Six Facets of Understanding
What is the enduring idea? What will they remember
about the topic in five year?
Understanding by Design by Wiggins and McTighe:
In "Understanding by Design," Wiggins and McTighe
(1998) lay out a conceptual framework for instructional designers. Unlike
many instructional design models that come from a training background,
the Wiggins and McTighe model is well suited for the academic community.
Two of their biggest contributions are:
- The "backwards design" instructional design model
- The "Six Facets of Understanding"
Six Facets of Understanding
Tell meaningful stories, offer apt translations, provide a revealing
historical or personal dimension to ideas and events; make subjects
personal or accessible through images, anecdotes, analogies, and models.
Effectively use and adapt what they know in diverse contexts.
- have perspective:
See and hear points of view through critical eyes and ears; see
the big picture.
Find value in what others might find odd, alien, or implausible;
perceive sensitively on the basis of prior indirect experience.
Perceive the personal style, prejudices, projections, and habits
of mind that both shape and impede our own understanding; they are
aware of what they do not understand and why understanding is so
The backwards design model centers on the idea that the
design process should begin with identifying the desired results and
then "work backwards" to develop instruction rather than the
traditional approach which is to define what topics need to be covered.
Their framework identifies three main stages:
Stage 1: Identify desired outcomes
Stage 2: Determine what constitutes
acceptable evidence of competency in the outcomes and results (assessment).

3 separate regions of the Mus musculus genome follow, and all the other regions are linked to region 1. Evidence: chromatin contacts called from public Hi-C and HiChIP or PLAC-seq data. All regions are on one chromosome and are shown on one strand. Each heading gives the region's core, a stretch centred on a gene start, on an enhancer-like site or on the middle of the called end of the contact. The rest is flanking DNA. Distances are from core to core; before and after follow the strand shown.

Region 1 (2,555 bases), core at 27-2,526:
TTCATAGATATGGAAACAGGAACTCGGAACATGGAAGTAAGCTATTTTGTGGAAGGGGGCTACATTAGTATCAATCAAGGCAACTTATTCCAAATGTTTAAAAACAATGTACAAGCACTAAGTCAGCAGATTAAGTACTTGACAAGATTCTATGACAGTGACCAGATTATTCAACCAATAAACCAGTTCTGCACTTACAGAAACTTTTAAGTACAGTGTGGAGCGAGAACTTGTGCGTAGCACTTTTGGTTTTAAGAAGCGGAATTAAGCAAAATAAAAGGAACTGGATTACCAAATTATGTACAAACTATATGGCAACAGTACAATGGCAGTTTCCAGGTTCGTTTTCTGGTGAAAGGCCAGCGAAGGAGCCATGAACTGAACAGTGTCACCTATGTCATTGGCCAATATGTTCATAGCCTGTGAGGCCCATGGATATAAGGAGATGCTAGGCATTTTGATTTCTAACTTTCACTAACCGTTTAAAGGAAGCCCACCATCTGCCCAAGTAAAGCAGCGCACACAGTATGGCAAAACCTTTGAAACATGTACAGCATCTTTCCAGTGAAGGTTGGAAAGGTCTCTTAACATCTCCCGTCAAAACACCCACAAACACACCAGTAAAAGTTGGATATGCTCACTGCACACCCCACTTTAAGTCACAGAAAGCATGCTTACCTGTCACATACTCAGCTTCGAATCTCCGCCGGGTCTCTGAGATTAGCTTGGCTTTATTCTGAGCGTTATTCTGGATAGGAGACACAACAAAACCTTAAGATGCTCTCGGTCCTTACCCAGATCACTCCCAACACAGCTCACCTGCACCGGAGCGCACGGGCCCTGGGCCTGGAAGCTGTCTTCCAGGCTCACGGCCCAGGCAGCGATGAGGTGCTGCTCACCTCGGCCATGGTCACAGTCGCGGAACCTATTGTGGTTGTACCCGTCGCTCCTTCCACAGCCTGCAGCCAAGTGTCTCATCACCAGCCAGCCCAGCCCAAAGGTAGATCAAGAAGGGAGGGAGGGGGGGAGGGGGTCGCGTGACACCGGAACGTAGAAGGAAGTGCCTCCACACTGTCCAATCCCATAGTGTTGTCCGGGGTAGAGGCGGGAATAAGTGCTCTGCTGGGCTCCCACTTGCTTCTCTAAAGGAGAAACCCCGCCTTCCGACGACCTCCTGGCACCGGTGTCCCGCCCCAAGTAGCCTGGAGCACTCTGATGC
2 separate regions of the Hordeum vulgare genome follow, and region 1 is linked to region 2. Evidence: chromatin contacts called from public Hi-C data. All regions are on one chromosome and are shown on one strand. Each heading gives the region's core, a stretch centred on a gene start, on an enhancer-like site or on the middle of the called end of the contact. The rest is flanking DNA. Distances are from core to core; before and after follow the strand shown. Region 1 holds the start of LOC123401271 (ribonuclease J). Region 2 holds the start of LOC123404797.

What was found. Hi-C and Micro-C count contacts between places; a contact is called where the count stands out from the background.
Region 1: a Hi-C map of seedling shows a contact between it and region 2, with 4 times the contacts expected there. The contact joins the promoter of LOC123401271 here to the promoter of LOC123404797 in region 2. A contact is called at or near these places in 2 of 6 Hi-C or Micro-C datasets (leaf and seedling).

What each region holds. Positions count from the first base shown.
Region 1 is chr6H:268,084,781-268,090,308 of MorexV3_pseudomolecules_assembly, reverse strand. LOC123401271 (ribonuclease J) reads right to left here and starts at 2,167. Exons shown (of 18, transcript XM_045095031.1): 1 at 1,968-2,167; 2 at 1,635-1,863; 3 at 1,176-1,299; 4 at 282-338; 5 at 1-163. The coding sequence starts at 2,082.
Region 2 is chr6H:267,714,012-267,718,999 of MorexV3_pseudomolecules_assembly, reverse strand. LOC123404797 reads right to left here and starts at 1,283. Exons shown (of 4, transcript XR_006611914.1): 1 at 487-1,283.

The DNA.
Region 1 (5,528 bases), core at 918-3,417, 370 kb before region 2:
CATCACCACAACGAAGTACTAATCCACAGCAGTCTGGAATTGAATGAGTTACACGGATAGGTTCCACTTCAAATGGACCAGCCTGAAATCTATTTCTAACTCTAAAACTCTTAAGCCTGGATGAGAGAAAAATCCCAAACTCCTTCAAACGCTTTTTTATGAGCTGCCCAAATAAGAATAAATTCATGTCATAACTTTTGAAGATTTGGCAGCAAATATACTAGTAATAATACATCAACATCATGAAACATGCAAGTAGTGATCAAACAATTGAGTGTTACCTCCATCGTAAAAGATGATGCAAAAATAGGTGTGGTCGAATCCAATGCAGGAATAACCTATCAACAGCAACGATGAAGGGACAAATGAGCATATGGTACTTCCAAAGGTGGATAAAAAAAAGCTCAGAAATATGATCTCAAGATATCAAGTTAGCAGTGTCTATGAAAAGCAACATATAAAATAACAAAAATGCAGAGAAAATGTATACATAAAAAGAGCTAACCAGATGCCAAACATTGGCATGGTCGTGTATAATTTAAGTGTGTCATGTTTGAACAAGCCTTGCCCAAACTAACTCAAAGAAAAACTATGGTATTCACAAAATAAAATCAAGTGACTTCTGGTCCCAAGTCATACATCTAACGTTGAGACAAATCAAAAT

Stage 3: Plan instructional
strategies and learning experiences that bring students to these competency
In other instructional design models this is known as defining goals and
objectives. Wiggins and McTighe ask instructors to consider not only the
course goals and objectives, but the learning that should endure over
the long term. This is referred to as the enduring understanding.
Wiggins and McTighe suggest that the enduring understanding
is not just material worth covering," but includes the following
Stage 1. Identify Desired Results
Enduring value beyond the classroom
Resides at the heart of the discipline
Required uncoverage of abstract or
often misunderstood ideas
Offer potential for engaging students
Backward design uses a question format rather than measurable
objectives. By answering key questions, students deepen their learning
about content and experience an enduring understanding. The instructor
sets the evidence that will be used to determine that the students have
understood the content.
These questions focus on the following:
To what extent does the idea, topic,
or process reside at the heart of the discipline?
- What questions point toward the big ideas and understandings?
- What arguable questions deepen inquiry and discussion?
- What questions provide a broader intellectual focus, hence purpose,
to the work?
Once the key concepts-questions
are identified, develop a few questions that apply the line of inquiry
to a specific topic.
Examples from Wiggins and McTight (1998):
Specific topic question:
Asking inquiry-based questions facilitates
the students "uncovering" the answer.
Stage 2. Determine what constitutes acceptable evidence of competency
in the outcomes and results (assessment).
The second stage in the design
process is to define what forms of assessment will demonstrate that
the student acquired the knowledge, understanding, and skill to answer
Wiggins and McTighe define
three types of assessment:
- Performance Task The performance task is at the heart of the
A performance task is meant to be a real-world challenge in the thoughtful
and effective use of knowledge and skill an authentic test of
understanding, in context.
- Criteria Referenced Assessment (quizzes, test, prompts)
These provide instructor and student
with feedback on how well the facts and concepts are being understood.
Unprompted Assessment and Self-Assessment
(observations, dialogues, etc.).
Stage 3. Plan Learning Experience and Instruction
In this stage it is determined what sequence of teaching
and learning experiences will equip students to develop and demonstrate
the desired understanding.